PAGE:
Intended for healthcare professionals


Being strategic about smoking

BMJ 1999; 318 doi: (Published 02 January 1999) Cite this as: BMJ 1999;318:1

Measures to curb it need to be multifaceted

  1. Jacky Chambers, Director of public health.
  1. Birmingham Health Authority, Edgbaston, Birmingham B16 9RG.

    In 1996 adult smoking rates in Britain rose for the first time since the 1970s.1 No longer could it be assumed that the slow but steady decline in smoking prevalence which had occurred for the past 25 years would continue. Stronger policy measures to control the use of tobacco, prevent children from starting to smoke, and help smokers to give up were urgently required. Last month, in its white paper on tobacco, Smoking Kills, the government set out a wide range of policy measures in a carefully thought out strategy for the United Kingdom. It aims to re-establish the downward trend in adult smoking, to result in 1.5 million fewer smokers by 2010 and to save around 3000 lives a year.2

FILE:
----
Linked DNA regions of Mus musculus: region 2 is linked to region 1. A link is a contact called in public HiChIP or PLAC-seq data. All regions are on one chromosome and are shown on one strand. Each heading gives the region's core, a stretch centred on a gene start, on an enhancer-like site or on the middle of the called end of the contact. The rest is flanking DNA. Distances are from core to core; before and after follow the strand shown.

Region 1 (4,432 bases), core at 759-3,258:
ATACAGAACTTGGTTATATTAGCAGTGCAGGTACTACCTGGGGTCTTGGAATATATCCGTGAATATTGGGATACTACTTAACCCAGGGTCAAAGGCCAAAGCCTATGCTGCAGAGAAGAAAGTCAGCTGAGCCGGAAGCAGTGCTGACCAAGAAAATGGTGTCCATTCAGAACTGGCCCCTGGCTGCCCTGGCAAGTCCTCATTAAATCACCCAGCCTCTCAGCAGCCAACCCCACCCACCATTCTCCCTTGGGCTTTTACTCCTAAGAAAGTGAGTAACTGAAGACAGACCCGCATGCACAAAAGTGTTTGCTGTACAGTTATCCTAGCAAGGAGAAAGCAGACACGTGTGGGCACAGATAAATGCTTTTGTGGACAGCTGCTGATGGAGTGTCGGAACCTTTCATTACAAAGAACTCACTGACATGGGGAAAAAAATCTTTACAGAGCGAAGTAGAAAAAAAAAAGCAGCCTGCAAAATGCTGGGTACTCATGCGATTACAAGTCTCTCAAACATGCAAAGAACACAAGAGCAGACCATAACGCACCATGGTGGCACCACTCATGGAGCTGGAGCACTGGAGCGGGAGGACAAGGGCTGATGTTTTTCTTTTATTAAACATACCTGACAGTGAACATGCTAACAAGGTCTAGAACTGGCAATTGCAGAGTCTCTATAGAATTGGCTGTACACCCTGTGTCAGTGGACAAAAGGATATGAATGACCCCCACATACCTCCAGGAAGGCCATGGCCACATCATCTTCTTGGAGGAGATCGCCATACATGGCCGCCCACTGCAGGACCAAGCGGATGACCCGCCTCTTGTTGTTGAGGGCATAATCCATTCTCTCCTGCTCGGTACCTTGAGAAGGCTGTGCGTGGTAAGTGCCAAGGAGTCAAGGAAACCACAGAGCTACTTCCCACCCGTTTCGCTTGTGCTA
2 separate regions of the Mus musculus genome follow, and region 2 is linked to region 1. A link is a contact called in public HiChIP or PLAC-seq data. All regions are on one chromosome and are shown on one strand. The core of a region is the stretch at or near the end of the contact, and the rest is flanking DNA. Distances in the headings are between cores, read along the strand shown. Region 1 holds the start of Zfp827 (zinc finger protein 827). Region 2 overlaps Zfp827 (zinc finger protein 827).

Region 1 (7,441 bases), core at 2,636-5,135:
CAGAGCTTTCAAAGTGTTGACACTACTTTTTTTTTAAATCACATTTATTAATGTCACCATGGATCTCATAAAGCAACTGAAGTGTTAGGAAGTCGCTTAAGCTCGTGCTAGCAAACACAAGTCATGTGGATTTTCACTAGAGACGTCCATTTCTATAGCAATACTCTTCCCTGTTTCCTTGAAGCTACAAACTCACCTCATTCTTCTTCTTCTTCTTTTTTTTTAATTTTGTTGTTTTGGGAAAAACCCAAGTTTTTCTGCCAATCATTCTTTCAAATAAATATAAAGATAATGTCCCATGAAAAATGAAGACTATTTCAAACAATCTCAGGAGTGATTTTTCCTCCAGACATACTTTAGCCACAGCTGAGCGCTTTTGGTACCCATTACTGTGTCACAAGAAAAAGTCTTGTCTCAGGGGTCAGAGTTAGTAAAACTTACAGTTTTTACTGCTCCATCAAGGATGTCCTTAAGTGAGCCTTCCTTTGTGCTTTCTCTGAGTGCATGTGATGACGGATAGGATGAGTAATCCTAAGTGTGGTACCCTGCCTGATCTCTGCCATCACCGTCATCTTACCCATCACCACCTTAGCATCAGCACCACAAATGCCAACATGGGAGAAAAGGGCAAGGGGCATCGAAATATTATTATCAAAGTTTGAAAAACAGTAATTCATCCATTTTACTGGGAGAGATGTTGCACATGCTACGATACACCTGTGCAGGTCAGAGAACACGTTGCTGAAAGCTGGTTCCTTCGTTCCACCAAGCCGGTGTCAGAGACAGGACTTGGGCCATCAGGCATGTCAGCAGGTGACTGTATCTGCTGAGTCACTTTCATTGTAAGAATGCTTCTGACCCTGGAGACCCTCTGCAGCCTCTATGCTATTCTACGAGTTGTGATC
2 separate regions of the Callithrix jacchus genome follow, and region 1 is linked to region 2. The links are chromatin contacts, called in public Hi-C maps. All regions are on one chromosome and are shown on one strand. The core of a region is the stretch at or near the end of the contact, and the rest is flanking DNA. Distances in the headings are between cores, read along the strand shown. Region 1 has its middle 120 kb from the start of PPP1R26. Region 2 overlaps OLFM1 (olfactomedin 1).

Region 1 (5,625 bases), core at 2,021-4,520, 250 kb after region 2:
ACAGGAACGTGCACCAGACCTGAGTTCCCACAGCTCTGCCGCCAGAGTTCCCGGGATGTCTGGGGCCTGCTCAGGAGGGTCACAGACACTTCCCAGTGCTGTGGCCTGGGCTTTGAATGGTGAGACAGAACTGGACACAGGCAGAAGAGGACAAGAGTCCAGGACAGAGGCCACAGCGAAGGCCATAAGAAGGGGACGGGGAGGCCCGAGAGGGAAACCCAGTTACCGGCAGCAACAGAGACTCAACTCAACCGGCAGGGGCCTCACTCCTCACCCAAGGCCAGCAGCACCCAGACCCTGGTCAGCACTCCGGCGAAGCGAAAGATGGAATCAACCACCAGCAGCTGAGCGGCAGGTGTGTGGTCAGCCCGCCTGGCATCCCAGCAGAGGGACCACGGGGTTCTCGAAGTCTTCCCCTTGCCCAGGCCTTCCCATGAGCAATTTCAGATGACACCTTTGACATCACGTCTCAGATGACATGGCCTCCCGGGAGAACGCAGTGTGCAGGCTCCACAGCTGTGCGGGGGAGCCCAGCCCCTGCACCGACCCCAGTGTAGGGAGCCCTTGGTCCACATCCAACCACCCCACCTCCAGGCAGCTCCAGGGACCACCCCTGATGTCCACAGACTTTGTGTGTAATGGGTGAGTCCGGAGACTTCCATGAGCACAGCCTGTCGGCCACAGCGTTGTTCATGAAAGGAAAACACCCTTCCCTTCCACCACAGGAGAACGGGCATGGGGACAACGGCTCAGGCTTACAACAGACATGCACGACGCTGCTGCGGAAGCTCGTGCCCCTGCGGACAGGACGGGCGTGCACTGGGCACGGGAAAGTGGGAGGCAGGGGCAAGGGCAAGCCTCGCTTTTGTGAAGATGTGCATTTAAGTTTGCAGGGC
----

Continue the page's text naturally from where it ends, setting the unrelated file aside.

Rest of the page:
Most significant is the commitment to implement the European directive on tobacco advertising ahead of the union's timetable. By 2000tobacco advertising on billboards and in printed media should have ended. However, tobacco sponsorship of sports and arts will continue for a further three years and global sports such as international football and Formula 1motor racing can receive tobacco sponsorship in diminishing amounts until …

    View Full Text

    Log in

    Log in through your institution


    * For online subscription